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The chapter examines the broad contours of violence in the Roman world, from the private, personal plane of violence in social relations (where self-help was the order of the day) to criminality and the law, to the ideological underpinnings of applying violence to those perceived as threats to the community. Various facets of the Romans’ socio-political landscape had an impact on how they viewed and practised violence. Romans had an ideology of dominance inherent in empire. They accepted the brutalities of mass slavery, a hierarchical social system that ranked people according to group membership and assigned personal worth (or lack of it) based on that membership. Violence reflected and enforced these systems. What emerges is a picture of a world where violence was, in no small measure, the language of rank and status.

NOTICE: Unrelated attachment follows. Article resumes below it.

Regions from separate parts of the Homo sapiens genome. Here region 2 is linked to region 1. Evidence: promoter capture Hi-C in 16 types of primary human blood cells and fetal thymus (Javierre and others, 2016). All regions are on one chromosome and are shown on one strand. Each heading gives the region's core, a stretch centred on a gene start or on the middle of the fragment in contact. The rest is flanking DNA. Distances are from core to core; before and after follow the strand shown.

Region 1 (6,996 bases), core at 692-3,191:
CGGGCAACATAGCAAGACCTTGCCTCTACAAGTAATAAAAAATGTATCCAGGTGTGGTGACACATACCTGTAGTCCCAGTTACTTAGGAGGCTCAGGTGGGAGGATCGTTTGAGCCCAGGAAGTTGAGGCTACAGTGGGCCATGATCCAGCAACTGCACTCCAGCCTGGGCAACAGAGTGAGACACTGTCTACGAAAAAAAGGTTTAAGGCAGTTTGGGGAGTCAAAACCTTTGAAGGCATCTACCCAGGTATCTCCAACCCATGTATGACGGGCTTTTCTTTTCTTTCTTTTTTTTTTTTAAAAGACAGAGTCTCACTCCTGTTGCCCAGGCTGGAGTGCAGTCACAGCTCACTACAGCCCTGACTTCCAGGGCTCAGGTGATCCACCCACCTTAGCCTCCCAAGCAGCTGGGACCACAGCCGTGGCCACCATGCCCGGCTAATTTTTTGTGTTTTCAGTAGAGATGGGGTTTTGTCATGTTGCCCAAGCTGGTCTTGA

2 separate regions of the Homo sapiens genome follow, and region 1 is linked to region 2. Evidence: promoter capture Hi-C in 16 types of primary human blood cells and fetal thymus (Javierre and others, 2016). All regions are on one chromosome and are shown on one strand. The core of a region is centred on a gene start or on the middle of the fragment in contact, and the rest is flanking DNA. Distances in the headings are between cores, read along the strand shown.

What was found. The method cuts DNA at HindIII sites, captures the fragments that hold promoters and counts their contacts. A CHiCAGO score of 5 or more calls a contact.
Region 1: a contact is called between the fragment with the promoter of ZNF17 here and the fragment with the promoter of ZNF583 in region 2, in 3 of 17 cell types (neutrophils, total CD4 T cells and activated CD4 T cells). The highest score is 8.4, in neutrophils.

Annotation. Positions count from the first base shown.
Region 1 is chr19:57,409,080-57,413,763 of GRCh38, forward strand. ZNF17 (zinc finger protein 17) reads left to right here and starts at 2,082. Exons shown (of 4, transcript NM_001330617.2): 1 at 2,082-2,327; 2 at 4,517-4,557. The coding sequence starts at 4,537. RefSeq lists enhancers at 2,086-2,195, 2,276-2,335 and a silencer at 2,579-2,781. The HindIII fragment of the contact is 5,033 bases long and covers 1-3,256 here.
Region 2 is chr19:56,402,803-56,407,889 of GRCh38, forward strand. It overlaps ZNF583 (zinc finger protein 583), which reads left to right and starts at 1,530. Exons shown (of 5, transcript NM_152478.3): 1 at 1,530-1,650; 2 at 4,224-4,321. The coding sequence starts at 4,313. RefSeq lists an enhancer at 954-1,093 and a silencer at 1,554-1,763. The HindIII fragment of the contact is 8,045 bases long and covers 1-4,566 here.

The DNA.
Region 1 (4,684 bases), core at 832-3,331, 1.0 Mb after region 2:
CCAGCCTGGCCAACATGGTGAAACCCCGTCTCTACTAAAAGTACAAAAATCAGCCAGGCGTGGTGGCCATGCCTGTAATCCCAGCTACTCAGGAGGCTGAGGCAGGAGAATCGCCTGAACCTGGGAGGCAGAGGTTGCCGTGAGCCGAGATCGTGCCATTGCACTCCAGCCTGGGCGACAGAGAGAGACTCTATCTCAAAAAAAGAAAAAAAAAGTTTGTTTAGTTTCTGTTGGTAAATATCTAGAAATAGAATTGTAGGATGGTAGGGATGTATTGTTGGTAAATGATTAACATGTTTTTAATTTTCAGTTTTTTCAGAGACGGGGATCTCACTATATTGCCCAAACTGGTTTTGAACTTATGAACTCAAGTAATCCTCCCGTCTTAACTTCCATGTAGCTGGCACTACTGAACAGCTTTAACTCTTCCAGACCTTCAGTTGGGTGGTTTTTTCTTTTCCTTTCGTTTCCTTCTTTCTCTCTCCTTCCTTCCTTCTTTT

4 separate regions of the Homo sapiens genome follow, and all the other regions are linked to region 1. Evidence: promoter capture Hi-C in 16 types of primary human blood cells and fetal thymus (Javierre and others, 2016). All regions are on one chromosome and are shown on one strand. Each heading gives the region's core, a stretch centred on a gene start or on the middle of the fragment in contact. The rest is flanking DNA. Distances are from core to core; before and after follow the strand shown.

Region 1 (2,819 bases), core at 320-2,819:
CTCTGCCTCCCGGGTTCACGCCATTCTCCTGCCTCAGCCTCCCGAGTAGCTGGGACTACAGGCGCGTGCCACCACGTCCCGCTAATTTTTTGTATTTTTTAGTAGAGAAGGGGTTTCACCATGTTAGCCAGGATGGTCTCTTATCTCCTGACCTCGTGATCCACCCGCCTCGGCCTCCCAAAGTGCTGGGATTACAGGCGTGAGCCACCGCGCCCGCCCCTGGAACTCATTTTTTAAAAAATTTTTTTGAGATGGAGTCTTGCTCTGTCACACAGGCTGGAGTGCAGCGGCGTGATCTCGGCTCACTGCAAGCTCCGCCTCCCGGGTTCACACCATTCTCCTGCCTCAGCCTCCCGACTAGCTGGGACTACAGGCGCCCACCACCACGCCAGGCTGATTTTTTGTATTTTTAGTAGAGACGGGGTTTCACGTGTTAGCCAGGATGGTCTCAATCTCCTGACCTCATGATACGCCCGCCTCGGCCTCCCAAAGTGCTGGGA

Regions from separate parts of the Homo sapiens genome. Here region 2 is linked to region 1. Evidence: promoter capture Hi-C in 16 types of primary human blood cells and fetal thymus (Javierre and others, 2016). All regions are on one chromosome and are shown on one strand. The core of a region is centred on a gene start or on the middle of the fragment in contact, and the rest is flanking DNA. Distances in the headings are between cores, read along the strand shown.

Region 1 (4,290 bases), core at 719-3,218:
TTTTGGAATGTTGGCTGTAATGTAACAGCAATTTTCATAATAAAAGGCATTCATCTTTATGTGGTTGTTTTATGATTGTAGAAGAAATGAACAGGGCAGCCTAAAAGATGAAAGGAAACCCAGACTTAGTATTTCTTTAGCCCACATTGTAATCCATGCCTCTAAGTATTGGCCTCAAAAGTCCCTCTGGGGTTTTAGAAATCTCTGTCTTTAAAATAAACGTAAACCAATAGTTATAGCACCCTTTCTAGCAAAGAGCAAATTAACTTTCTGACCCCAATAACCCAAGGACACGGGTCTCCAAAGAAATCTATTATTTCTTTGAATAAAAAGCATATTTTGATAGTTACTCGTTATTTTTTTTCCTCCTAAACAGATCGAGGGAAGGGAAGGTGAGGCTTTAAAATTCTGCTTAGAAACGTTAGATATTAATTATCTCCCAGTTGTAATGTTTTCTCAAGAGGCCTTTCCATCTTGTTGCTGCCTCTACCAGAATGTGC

The first in a four-volume set, The Cambridge World History of Violence, volume I provides a comprehensive examination of violence in prehistory and the ancient world. Covering the period through to the end of classical antiquity, the chapters take a global perspective spanning sub-Saharan Africa, the Near East, Europe, India, China, Japan and Central America. Unlike many previous works, this book does not focus only on warfare but examines violence as a broader phenomenon. The historical approach complements, and in some cases critiques, previous research on the anthropology and psychology of violence in the human story. Written by a team of contributors who are experts in each of their respective fields, this volume will be of particular interest to anyone fascinated by archaeology and the ancient world.